Wowie. But how do people who’ve spent a lifetime using their left-brain, suddenly shift to using both their left and their right? How do people used to deconstructing old problems into their parts and squeezing answers out of each of them then learn to see problems with fresh eyes and integrate parts of many solutions into one new one. Enter design and design thinking. Over the past decade, design has evolved to become an articulated, formalized method of solving problems that can be widely used in business—and in civil society. Design’s focus on observing consumer/patient/student—human behavior, it’s emphasis on iteration and speed, its ability to construct, not destruct, its search for new options and opportunities, its ability to connect to powerful emotions, its optimism, made converts out of tough CEOs. AG Lafely at P&G, Immelt at GE and many others embraced design. Now Mayor Daley of Chicago and Mayor Livingstone of London are embracing it.
And so am I. I dropped the edit page and launched the Innovation & Design site online two years ago. It’s a huge success. We open-source it and have many partners, including Core77, Dwell, ID magazine and Metropolis. We have the top thinkers and practitioners of design to write columns for us. I blog. We have built a global community around the ongoing conversation of design and innovation (20% of our traffic is from outside the US). And then we did something weird, we launched a new magazine off the website, because we found that many senior managers don’t go online. Surprise. The new magazine is IN, Inside Innovation.
Today, I kind of coach a team of about 8 people, 6 women in their early 30’s, one guy in his thirties, and a women in her twenties (she’s Canadian and a generation ahead of the 30-something sisters in technology). Our process is totally different from the hierarchical way of writing and editing we had just a few years ago. We all write for both platforms—online and print, and do a little TV on the side. Our job today as journalists is to curate conversations among groups within our audience, with Jessi Hempel doing social networking and philanthropy, Reena Jana doing fashion and gaming culture, Matt Vella doing cars and green technology, Aili McConon doing sustainability and motion technology such as wii. We design stories with our audience. As John Battelle said recently, the conversation now is the content. It’s not about the finished story but about the ongoing story. It’s the conversation. And since most conversations don’t have a conclusion, they are ongoing. We live a life in beta.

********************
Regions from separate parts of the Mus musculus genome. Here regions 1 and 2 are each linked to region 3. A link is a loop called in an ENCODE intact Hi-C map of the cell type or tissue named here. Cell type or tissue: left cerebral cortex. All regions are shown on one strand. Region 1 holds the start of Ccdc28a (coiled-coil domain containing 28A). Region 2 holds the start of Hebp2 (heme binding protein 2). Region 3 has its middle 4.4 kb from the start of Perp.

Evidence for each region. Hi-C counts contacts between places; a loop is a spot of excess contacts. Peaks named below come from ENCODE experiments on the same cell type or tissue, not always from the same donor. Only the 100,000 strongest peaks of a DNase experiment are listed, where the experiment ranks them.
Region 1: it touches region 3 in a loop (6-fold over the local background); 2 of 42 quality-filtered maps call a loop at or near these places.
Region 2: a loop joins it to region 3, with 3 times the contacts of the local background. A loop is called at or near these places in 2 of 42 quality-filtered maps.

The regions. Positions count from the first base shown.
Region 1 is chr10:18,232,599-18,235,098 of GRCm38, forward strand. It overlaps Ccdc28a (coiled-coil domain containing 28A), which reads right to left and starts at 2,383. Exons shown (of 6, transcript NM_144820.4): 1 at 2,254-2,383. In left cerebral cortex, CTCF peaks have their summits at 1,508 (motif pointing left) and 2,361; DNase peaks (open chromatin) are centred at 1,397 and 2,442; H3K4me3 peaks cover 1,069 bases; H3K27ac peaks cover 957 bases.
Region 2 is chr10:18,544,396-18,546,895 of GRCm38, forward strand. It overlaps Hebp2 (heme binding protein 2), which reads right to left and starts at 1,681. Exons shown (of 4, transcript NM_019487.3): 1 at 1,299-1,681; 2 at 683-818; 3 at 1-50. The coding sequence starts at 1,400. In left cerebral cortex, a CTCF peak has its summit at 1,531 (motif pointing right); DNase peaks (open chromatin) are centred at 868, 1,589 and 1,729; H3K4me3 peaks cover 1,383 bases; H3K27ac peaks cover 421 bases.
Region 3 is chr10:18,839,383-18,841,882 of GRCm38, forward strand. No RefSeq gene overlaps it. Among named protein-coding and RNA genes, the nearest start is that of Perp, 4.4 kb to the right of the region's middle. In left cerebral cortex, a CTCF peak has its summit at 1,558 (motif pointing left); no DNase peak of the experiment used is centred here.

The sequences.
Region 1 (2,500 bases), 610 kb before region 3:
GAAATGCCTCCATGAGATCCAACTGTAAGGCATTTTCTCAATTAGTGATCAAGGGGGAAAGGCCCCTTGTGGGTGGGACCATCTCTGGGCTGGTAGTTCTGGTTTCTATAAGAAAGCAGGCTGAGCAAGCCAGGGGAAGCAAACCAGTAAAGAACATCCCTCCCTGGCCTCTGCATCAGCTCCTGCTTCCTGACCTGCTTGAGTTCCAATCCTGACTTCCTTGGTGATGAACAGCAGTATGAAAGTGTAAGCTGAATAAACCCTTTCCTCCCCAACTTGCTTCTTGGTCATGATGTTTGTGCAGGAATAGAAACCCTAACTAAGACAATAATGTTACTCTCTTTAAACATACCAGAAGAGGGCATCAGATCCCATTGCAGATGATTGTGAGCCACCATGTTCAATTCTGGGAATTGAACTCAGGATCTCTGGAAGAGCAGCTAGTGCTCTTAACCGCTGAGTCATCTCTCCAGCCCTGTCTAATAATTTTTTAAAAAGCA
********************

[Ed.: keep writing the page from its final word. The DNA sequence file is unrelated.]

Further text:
A final point on language: Innovation and Design. Business men and women don’t like the term “design.” I think they think it implies drapes or dresses. Even top CEOs who embrace design don’t want to call it that. They want to call it “Innovation.” That has a manly right to it. It’s strong, techie. These folks are perfectly willing to use the word “vision,” whatever the heck “vision” is. They like “Imagination,” whatever the heck that is. But they don’t like “design.” Go figure.
I solve this problem by calling it all a banana. Innovation, design, eco-imagination, just call it whatever they want to call it and do your design thing. Because your design thing is a glorious thing that has the potential of changing our lives in a myriad of ways in a myriad of places.
Want to stop talking about innovation and learn how to make it work for you? Bruce Nussbaum takes you deep into the latest thinking about innovation and design with daily scoops, provocative perspectives and case studies. Nussbaum is at the center of a global conversation on the growing discipline of innovation and the deepening field of design thinking. Read him to discover what social networking works—and what doesn’t. Discover where service innovation is going and how experience design is shaping up. Learn which schools are graduating the most creative talent and which consulting firms are the hottest. And get his take on what the smartest companies are doing in the U.S., Asia and Europe, far ahead of the pack.